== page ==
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November 26, 2003 2:37 AM   Subscribe

Star presenter wears hijab and apparently gets "a flood of calls". But, in an odd turn for the BBC, the piece doesn't say what those calls think. Are they all praising the traditional - and controversial - head-dress, or are they up in arms. The story skirts the issue. Islam 101 explains a bit about it.
posted by bonaldi (13 comments total)

 
The Islamic brassiere. Or is it the islamic N-word? Embracing what others have used to control you.
posted by the fire you left me at 2:52 AM on November 26, 2003


So long as no-one's forcing her to wear it, I don't see the problem. I think it looks OK.
posted by Blue Stone at 3:18 AM on November 26, 2003


About time. Without a veil, she's just another harlot trying to tempt you to rub your man-parts on the television screen.
posted by Mayor Curley at 3:56 AM on November 26, 2003


my sensible comment: who cares? It's up to her. In the liberal countries, wearing a veil is often about choosing to demonstrate pride in Islam; I know one woman who, after 11 september, wore the hijab for the first time but also wore a badge ("button" in the U.S.?) with "9/11: not in my name" to show she's proud to be a moslem, but disgusted by the world trade centre attacks. To me, that's a valid - and brave - point to make via dress. If a woman isn't *forced* to wear hijab/ burka/ itsy witsy teenie weenie yellow polka dot bikini, but chooses to, who the fuck cares?

stupid comment (but my first thought): She looks *way* foxier with the scarf rather than without it. I know: I'm bad and inappropriate.
posted by Pericles at 4:19 AM on November 26, 2003


Forcing one way is as bad as forcing another - free choice is the way to go.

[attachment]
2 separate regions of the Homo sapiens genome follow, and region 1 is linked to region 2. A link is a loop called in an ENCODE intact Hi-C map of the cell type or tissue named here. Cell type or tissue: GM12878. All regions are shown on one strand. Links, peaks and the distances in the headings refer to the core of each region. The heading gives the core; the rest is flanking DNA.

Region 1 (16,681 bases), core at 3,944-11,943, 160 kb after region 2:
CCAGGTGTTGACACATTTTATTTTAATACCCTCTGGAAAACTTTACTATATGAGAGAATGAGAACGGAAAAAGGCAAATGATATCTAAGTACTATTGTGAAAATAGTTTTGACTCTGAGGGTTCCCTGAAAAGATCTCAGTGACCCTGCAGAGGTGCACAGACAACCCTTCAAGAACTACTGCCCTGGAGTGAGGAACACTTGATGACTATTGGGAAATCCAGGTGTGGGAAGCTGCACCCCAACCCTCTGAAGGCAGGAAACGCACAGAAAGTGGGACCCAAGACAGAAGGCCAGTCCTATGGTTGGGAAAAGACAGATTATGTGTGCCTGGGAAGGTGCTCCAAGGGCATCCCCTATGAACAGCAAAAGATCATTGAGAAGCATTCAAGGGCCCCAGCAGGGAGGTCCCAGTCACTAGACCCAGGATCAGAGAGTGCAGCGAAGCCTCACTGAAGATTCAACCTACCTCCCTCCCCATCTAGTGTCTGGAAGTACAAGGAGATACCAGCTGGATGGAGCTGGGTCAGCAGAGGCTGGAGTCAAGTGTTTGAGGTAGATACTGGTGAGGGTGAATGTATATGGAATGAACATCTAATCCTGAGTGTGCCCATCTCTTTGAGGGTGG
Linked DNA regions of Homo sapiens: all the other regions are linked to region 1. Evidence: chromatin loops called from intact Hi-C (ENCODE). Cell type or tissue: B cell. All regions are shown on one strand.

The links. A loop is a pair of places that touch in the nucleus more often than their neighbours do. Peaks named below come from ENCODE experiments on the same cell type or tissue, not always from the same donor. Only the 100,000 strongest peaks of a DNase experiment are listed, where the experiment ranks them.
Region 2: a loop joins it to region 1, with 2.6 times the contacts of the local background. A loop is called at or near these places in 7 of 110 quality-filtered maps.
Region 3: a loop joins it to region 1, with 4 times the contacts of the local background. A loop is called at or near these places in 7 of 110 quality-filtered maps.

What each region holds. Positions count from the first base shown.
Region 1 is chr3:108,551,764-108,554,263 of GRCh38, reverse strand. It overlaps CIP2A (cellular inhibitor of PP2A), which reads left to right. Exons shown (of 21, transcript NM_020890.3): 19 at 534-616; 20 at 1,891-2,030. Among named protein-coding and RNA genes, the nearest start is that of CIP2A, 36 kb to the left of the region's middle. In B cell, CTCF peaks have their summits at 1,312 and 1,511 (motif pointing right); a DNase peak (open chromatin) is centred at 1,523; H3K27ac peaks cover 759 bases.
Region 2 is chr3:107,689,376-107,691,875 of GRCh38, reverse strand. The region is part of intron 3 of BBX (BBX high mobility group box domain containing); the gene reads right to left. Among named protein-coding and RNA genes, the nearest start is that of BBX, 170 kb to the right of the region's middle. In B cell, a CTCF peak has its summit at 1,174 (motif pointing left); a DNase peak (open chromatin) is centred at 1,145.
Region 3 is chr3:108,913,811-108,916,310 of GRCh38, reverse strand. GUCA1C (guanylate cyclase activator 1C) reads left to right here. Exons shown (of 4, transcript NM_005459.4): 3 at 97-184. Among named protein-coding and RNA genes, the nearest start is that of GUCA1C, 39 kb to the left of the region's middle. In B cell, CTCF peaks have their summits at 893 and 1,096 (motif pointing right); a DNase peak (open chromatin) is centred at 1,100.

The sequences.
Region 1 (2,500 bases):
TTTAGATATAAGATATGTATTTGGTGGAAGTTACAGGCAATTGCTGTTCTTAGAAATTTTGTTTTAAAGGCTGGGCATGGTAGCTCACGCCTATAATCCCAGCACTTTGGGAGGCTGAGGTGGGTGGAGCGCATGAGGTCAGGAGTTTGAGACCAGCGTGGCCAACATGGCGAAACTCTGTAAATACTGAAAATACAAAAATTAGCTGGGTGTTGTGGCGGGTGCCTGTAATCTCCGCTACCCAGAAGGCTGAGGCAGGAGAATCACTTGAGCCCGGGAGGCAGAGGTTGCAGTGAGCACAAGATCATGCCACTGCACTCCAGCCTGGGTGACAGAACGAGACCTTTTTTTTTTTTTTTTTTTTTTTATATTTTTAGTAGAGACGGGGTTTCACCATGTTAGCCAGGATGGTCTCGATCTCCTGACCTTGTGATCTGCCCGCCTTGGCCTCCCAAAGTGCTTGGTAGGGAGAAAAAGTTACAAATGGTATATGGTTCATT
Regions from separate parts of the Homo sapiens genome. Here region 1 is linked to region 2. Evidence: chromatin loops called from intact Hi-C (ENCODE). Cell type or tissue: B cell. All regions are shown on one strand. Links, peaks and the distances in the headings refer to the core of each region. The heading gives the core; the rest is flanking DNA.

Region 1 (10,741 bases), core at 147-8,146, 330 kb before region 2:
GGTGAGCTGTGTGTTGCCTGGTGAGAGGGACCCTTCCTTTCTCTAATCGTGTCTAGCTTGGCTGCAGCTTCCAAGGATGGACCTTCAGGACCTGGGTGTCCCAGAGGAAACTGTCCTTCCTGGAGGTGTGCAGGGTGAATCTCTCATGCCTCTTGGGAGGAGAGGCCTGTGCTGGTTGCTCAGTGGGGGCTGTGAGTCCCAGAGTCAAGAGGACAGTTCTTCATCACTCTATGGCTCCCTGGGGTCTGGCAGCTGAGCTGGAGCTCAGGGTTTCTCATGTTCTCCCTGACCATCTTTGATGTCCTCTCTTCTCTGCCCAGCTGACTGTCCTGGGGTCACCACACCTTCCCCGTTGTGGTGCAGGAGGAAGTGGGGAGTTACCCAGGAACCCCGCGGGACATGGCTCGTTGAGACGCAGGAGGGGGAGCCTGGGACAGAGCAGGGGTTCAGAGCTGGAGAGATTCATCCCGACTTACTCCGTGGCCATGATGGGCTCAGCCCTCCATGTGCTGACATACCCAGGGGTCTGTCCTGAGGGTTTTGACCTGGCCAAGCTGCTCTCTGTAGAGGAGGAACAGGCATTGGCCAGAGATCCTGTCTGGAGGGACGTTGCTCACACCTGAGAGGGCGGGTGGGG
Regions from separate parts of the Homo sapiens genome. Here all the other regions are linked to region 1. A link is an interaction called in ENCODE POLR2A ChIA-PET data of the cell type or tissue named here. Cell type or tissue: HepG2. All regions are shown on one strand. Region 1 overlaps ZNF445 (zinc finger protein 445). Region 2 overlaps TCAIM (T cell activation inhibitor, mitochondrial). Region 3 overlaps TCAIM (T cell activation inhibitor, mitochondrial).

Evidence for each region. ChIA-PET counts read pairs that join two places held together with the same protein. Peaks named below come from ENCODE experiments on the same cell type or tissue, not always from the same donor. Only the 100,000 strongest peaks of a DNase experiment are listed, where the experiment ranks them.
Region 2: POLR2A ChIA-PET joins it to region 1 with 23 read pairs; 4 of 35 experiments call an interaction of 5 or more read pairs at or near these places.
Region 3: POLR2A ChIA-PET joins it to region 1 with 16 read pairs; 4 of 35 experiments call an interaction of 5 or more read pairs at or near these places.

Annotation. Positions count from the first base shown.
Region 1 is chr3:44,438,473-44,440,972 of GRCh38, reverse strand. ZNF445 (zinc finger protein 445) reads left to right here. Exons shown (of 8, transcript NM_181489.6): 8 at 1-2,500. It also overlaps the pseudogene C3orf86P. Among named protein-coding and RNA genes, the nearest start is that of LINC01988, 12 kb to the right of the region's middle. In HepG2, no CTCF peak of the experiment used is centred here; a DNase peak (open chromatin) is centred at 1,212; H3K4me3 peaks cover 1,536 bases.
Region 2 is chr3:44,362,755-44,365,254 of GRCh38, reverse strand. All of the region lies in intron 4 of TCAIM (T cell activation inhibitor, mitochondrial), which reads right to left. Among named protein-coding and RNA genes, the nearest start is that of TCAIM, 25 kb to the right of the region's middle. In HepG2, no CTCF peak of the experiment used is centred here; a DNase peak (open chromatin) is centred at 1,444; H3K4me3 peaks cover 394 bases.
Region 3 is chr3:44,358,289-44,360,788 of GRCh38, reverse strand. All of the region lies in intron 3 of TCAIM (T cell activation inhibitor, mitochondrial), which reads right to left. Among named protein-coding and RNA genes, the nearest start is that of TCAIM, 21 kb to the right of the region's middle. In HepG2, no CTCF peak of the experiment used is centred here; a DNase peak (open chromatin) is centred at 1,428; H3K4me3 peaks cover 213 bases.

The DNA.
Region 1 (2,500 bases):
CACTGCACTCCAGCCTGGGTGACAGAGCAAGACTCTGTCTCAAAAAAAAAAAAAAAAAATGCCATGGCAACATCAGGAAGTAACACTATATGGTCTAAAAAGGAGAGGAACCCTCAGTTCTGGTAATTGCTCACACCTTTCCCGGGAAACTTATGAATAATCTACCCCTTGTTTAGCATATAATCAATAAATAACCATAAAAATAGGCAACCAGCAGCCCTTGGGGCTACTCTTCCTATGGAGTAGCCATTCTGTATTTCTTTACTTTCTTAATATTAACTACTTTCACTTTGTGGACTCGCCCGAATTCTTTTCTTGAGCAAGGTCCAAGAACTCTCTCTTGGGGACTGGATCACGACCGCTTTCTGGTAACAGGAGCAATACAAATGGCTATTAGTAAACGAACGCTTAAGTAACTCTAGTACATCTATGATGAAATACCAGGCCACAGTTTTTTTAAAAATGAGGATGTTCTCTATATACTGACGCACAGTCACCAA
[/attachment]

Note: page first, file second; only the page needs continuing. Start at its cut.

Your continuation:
The majority of schools of thought in Islam agree that the headscarf aids in modesty and is a part of ideal modest dress - hijab the word actually refers to any type of modest clothing for males or females - it also in fact refers to the attitude of modesty that both sexes should ideally exhibit.

Some indicate that it is a necessary part of religion from the direct text - if you want refereces to that, check here: Al Muhajah's in depth analysis of the different types of dress. Aimed more at muslims - she has articles there for non-muslims too (niqaabed paralegal in the States, heh).

Of course, the core issue in the majority perception is that nowadays the headscarf is a symbol of Islam rather than a standard part of modest dress - back in Victorian times most ladies wore it, as did people all around the world (some Jews still do). I think its similar to how the traditional 'muslim' beard differentiated the early muslims from the non-muslims - that's why its hard to wear these days for most women, especially in light of all the uneducated negative vibes sent out about it being indicative of oppression of women by evil bearded muslamics.

I say good on her as she feels it is right.

As an aside, the headscarf is interesting for women from the indian subcontinent in particular - they usually have ok hair, but good facial structure, so wearing it in almost all cases makes them look quite a bit better.
posted by Mossy at 4:45 AM on November 26, 2003


Apparently Germany and France have been considering banning the veil because it's considered a "political" statement. Here's a story about France (and other media comments on it). I picked up a free Muslim newspaper in Brick Lane yesterday and they had a few stories and editorials about the situations -- one writer asked why it was bad if Muslim women conformed to their culture's rules on dress while Western women conform to society's ideals by starting to diet as children, developing eating disorders, getting plastic surgery, and wearing revealing clothes. All my feminist instincts find the idea of veiling repulsive (i.e., why can't men simply behave and not make women feel threatened or devalued unless they hide themselves? why give so much societal power to the male gaze?) but one could say that all over the world, women try to fit how their culture says they should appear, whether it's Bollywood stars bleaching their skin or Afghani women wearing the full burkha. Granted, the consequences for refusing to step into line are more or less severe depending on the culture/religion, but it still raises the question of what is "choice."
posted by fotzepolitic at 4:51 AM on November 26, 2003